10001496 J Clin Psychiatry / Document Archive

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The article you requested is

Effects of Olanzapine on Prolactin Levels of Female Patients With Schizophrenia Treated With Risperidone.

J Clin Psychiatry 2002;63:408-413
Copyright 2002 Physicians Postgraduate Press, Inc.

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Background: This study was conducted to prospectively examine the effect of switching from risperidone to olanzapine on female schizophrenia patients who experienced menstrual disturbances, galactorrhea, and/or sexual dysfunction.

Method: Twenty female patients with DSM-IV schizophrenia who were taking risperidone and were suffering from menstrual disturbances, galactorrhea, and/or sexual dysfunction were enrolled. Patients were switched from risperidone to olanzapine over a 2-week period, then treated with olanzapine for 8 additional weeks. The serum prolactin concentrations were examined every 2 weeks. The Positive and Negative Syndrome Scale (PANSS), Abnormal Involuntary Movement Scale (AIMS), Simpson-Angus Scale for Extrapyramidal Symptoms (SAS), and questions from the Dickson-Glazer Sexual Functioning Scale were administered to evaluate efficacy, extrapyramidal side effects, and sexual and reproductive functioning at baseline and the endpoint of 10 weeks.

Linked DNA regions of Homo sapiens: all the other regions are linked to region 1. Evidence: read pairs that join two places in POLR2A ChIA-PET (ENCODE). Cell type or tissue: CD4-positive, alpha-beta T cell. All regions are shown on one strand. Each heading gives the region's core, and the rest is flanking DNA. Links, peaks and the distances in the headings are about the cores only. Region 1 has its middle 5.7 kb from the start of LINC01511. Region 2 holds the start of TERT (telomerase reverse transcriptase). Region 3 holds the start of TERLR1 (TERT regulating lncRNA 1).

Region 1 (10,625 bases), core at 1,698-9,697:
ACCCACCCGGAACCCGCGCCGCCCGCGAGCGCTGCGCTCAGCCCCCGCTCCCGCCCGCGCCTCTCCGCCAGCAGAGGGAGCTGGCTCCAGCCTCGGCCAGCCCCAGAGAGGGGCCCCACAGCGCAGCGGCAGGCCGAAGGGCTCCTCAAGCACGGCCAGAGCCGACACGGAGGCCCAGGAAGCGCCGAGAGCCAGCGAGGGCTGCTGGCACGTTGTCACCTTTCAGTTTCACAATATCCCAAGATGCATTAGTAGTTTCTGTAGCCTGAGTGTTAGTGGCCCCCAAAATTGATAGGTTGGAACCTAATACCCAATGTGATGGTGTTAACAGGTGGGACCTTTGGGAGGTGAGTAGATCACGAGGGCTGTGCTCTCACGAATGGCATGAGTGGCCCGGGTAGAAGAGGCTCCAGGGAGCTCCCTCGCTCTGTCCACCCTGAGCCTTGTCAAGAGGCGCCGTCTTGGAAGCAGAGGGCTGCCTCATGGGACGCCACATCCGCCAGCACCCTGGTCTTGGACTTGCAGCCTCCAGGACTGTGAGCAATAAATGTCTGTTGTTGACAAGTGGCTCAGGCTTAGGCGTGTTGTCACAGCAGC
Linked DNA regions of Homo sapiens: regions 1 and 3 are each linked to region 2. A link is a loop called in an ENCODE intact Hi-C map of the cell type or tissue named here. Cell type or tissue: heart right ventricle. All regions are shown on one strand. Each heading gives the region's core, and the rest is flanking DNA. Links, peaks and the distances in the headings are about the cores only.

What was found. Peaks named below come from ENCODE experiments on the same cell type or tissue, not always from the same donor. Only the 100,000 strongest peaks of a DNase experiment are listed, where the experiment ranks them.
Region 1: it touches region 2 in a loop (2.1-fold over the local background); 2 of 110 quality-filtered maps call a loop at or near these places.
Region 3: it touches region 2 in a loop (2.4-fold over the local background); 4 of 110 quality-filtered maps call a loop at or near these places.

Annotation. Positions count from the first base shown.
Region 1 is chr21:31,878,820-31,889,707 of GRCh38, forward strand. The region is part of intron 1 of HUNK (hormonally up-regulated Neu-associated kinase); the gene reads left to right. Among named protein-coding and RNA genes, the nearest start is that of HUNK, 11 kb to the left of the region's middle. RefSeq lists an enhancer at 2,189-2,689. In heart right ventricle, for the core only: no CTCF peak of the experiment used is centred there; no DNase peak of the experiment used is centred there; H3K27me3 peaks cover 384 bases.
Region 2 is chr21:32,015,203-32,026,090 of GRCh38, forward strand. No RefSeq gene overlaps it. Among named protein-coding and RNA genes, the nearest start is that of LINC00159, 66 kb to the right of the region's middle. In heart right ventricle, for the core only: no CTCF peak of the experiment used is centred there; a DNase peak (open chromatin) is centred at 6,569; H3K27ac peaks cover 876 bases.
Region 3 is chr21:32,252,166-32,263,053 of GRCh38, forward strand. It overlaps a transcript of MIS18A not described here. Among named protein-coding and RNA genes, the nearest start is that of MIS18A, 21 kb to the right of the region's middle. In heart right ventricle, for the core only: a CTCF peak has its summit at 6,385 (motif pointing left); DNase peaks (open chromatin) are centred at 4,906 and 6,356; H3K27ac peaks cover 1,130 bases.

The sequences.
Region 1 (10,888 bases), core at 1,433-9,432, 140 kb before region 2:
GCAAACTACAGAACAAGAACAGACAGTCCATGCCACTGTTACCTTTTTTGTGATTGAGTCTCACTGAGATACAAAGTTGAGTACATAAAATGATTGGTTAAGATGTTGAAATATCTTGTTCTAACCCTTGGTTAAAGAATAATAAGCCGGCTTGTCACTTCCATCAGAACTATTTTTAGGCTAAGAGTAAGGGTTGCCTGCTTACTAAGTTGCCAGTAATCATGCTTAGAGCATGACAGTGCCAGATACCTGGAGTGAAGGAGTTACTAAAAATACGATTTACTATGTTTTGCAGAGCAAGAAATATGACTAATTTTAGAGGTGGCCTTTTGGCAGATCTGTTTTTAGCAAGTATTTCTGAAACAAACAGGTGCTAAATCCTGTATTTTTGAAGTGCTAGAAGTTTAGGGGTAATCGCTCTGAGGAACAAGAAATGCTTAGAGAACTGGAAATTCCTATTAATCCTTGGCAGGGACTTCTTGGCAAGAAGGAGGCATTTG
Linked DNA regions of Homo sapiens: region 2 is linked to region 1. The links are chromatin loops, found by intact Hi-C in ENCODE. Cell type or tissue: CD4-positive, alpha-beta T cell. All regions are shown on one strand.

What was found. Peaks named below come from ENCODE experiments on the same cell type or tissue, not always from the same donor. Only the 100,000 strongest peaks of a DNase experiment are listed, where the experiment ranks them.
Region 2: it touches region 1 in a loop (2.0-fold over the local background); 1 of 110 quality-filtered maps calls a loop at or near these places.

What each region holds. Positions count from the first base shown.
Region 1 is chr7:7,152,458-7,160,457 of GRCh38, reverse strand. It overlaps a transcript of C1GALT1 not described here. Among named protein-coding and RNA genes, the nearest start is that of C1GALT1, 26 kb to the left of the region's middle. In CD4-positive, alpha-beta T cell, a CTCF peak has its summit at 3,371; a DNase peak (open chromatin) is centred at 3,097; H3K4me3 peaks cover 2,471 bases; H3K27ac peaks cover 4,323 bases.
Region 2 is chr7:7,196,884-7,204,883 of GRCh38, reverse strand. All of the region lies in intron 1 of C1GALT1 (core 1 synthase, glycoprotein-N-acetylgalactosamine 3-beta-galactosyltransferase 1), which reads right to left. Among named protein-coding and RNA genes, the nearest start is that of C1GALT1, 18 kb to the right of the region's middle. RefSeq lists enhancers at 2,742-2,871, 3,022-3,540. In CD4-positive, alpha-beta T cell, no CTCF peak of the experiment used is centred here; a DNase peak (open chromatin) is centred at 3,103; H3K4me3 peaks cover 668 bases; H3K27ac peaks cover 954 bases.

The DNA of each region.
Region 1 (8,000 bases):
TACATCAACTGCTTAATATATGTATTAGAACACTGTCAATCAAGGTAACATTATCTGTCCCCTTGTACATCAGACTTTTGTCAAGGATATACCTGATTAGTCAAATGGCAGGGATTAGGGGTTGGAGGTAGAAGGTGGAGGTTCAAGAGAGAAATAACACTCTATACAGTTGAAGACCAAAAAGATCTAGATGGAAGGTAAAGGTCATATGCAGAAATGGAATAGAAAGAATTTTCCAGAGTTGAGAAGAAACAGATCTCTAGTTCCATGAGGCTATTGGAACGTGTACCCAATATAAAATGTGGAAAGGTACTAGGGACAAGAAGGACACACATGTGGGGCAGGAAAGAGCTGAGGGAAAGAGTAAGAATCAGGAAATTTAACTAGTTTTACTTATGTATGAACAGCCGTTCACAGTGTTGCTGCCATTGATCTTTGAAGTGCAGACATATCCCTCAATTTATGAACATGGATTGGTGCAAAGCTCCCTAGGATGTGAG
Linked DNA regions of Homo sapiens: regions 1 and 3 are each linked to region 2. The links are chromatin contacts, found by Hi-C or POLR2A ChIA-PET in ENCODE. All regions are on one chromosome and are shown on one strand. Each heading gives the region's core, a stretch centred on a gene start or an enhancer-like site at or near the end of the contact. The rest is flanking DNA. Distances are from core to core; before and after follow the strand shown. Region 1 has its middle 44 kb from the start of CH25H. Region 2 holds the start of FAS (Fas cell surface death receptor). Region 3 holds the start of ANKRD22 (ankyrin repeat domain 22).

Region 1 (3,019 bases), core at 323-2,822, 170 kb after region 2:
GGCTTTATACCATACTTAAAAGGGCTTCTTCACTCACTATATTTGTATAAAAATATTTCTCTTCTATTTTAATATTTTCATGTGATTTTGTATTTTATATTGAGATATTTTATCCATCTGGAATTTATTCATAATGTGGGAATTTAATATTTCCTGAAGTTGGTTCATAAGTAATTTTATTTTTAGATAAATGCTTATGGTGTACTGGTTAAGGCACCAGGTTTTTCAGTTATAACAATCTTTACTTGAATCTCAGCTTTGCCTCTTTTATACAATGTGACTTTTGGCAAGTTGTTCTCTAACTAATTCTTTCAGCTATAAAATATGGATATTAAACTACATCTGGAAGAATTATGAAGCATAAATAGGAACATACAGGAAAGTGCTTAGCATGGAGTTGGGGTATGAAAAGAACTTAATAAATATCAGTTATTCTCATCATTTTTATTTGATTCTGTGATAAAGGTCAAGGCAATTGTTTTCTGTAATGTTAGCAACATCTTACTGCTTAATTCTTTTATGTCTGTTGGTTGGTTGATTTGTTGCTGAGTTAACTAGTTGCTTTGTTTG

Results: Serum prolactin levels decreased significantly (p<.01) following the switch from risperidone to olanzapine. Scores of PANSS, AIMS, and SAS at the endpoint were also significantly decreased (p<.01) compared to those of baseline. Patients experienced improvements in menstrual functioning and perceptions of sexual side effects.

Conclusion: Olanzapine reversed hyperprolactinemia in risperidone-treated female schizophrenic patients. This was associated with a decrease in amenorrhea, improved cycle regularity, and a decrease in sexual side effects that the women attributed to antipsychotic medication. This study suggests that switching to olanzapine is a safe and effective alternative method for patients with antipsychotic-induced hyperprolactinemia associated sexual and/or reproductive dysfunction. Long-term follow-up studies are warranted, with particular attention to the course of sexual and reproductive dysfunction.

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